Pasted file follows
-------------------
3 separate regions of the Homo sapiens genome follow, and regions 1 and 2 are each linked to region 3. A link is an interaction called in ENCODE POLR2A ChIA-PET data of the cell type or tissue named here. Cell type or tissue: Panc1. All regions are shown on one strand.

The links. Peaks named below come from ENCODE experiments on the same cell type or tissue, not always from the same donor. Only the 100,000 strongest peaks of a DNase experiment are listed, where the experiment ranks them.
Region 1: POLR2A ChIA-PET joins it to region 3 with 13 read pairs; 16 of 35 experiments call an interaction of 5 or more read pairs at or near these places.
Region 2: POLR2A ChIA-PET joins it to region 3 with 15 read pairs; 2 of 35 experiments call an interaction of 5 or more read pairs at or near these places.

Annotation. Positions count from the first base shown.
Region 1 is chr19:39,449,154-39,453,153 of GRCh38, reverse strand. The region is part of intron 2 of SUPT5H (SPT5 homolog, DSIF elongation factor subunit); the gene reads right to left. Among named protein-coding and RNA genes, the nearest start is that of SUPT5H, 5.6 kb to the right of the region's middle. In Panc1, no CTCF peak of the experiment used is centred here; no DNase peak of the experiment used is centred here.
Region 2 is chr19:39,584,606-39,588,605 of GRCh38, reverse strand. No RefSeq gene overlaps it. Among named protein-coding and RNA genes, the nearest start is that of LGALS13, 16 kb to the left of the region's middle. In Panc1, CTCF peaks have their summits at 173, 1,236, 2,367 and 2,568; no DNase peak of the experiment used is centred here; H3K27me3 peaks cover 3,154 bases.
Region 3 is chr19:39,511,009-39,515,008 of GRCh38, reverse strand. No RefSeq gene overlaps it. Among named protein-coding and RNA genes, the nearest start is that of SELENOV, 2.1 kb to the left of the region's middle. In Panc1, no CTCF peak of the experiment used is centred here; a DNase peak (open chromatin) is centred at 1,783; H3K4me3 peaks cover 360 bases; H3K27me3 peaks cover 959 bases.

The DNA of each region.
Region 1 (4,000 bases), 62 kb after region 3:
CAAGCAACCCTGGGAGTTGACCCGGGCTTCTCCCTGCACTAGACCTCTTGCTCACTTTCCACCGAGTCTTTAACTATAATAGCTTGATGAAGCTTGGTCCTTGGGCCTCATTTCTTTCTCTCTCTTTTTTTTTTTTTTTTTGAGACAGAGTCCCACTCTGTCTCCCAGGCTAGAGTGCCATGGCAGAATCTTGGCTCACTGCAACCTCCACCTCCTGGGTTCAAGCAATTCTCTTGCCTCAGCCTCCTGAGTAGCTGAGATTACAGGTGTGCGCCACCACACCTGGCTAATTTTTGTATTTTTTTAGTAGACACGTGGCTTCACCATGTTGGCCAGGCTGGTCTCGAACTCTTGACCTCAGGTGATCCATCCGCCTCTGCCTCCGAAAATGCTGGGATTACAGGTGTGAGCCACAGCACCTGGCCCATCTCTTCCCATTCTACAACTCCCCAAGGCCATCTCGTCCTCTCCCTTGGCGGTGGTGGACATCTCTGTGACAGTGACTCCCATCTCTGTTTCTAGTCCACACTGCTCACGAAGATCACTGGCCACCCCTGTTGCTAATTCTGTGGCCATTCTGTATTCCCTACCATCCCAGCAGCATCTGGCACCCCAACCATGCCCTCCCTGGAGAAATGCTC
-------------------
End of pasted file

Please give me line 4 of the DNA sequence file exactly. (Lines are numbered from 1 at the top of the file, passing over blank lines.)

Region 2: POLR2A ChIA-PET joins it to region 3 with 15 read pairs; 2 of 35 experiments call an interaction of 5 or more read pairs at or near these places.